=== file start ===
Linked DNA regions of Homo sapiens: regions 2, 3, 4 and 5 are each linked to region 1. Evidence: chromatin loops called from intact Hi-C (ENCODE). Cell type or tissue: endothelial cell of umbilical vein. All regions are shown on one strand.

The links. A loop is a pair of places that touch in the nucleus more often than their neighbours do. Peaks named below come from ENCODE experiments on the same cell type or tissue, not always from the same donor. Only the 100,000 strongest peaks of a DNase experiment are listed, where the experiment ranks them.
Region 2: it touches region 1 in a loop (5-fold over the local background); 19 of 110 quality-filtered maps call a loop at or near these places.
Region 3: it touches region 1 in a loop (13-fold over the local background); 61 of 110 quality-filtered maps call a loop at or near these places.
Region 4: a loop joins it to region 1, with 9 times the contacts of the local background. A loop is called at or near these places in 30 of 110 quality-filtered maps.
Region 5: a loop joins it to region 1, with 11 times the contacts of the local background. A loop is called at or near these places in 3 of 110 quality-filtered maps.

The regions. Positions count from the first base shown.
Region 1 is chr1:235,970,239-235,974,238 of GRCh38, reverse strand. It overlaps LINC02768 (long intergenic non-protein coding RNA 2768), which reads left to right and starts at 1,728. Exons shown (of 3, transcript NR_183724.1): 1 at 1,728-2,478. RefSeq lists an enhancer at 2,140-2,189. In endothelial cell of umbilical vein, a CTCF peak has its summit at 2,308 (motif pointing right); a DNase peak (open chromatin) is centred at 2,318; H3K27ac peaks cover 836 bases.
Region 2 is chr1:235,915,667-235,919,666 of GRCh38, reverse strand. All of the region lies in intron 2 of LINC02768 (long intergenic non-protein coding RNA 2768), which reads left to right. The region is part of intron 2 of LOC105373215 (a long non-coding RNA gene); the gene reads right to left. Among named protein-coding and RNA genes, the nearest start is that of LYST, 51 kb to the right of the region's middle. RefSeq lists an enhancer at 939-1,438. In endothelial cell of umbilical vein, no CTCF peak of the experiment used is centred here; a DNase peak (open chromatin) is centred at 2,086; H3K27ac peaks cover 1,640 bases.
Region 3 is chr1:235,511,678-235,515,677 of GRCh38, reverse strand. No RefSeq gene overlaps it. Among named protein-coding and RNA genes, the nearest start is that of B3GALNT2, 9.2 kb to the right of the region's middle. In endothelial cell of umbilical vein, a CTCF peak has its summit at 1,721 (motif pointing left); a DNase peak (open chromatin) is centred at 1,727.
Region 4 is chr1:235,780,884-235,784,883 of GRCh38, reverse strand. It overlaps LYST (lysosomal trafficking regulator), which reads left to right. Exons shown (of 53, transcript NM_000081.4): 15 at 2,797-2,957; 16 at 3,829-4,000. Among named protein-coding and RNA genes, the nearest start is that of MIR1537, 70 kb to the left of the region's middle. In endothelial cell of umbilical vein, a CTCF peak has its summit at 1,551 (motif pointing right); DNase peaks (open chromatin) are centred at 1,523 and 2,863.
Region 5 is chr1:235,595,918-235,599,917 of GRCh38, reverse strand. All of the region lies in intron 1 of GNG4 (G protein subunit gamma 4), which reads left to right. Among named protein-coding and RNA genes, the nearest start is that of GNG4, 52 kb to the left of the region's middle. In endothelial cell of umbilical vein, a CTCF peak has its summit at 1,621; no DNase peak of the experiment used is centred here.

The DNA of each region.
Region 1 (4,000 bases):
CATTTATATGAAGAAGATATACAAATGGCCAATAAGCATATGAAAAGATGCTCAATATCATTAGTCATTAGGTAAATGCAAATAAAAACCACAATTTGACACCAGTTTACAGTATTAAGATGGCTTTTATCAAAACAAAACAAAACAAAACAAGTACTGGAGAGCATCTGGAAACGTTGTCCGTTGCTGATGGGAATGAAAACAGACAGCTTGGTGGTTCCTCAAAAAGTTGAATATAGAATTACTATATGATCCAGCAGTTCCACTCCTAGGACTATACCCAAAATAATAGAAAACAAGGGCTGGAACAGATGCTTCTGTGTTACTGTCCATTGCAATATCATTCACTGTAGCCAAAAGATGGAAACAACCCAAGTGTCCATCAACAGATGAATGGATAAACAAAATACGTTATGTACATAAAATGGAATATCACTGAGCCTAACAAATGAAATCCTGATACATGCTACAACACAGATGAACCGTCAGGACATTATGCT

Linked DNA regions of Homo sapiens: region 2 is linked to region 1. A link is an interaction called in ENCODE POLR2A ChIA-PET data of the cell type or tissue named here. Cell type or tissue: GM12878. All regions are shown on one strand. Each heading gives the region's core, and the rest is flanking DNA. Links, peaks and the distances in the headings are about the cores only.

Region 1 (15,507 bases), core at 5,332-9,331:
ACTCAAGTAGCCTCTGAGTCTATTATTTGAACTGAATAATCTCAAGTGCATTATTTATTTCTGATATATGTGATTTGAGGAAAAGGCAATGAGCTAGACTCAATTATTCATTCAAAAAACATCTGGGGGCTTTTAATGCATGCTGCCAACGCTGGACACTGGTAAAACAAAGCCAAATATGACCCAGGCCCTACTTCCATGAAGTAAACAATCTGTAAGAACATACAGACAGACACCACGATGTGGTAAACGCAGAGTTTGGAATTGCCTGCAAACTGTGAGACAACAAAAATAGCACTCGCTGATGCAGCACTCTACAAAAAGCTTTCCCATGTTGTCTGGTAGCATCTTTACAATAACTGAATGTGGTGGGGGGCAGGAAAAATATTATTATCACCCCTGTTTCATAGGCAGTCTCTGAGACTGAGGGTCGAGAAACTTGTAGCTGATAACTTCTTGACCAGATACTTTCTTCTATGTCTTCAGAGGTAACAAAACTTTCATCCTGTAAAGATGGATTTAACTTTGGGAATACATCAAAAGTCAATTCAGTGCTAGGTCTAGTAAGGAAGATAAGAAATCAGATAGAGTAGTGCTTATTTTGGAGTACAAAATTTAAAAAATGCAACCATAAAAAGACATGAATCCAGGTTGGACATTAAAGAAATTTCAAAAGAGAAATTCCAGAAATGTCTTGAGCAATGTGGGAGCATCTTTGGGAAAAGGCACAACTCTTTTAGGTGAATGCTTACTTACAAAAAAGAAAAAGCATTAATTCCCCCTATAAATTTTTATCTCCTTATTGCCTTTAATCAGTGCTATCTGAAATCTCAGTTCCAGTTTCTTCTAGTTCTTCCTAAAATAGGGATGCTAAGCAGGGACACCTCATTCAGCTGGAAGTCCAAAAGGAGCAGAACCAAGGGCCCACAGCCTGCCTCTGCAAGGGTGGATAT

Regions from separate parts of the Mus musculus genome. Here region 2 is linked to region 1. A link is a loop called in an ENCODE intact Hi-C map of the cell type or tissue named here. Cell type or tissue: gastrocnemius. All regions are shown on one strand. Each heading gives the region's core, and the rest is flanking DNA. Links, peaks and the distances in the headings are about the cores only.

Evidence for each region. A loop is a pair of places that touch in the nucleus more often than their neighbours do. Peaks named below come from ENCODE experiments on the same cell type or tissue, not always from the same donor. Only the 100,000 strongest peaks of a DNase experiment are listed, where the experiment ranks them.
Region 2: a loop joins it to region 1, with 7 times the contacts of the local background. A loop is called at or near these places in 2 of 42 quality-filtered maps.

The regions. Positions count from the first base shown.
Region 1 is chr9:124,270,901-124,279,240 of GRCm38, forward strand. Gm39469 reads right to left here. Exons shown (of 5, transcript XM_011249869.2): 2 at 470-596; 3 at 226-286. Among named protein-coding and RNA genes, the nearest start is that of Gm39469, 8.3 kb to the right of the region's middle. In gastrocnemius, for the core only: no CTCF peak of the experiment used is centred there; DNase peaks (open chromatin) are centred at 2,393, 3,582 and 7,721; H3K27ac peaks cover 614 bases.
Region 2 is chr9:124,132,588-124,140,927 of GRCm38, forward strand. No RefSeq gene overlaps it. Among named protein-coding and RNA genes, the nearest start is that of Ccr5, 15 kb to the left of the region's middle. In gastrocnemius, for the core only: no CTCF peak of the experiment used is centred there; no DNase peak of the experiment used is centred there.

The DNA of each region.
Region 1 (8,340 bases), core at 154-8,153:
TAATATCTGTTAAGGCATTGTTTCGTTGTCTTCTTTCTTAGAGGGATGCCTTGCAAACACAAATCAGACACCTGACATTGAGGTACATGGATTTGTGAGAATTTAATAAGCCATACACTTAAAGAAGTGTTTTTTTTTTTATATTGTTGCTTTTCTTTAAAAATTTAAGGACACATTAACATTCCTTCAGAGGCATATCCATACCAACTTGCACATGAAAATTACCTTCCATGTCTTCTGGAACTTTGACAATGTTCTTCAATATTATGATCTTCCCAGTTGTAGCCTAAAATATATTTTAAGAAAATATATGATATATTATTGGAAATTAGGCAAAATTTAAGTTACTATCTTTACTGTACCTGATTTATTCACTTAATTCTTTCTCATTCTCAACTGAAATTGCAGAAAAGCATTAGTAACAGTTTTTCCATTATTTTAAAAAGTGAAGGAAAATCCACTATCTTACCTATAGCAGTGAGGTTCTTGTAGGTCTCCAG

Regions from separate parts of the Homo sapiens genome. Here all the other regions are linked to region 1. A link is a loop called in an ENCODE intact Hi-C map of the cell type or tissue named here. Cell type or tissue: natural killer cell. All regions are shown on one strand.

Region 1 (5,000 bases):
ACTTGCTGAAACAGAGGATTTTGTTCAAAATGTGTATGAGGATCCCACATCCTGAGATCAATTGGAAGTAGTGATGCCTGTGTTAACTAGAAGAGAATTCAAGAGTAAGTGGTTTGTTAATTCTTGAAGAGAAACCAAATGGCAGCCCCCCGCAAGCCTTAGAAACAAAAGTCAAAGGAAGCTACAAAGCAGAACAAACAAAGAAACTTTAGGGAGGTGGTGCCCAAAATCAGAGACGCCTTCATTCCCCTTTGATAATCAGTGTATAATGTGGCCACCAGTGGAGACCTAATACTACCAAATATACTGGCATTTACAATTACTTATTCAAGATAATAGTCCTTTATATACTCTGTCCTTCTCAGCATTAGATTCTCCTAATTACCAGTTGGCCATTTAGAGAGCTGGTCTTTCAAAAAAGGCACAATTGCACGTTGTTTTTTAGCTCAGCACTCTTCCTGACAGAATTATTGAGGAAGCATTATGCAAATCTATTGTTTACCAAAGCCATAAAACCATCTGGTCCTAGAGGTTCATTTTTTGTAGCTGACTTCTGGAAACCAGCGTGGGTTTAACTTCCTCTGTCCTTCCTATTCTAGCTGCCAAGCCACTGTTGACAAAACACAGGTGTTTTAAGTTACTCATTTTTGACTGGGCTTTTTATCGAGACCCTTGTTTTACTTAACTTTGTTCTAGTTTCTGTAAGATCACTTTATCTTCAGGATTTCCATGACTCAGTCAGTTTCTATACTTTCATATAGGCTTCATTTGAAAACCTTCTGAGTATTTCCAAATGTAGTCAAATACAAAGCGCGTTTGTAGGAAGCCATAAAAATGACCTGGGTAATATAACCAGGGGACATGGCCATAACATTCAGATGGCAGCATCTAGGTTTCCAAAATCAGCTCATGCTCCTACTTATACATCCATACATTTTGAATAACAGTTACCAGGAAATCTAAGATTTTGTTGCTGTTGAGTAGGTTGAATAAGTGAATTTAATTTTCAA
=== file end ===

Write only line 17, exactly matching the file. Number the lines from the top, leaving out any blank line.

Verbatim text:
Region 1 (15,507 bases), core at 5,332-9,331: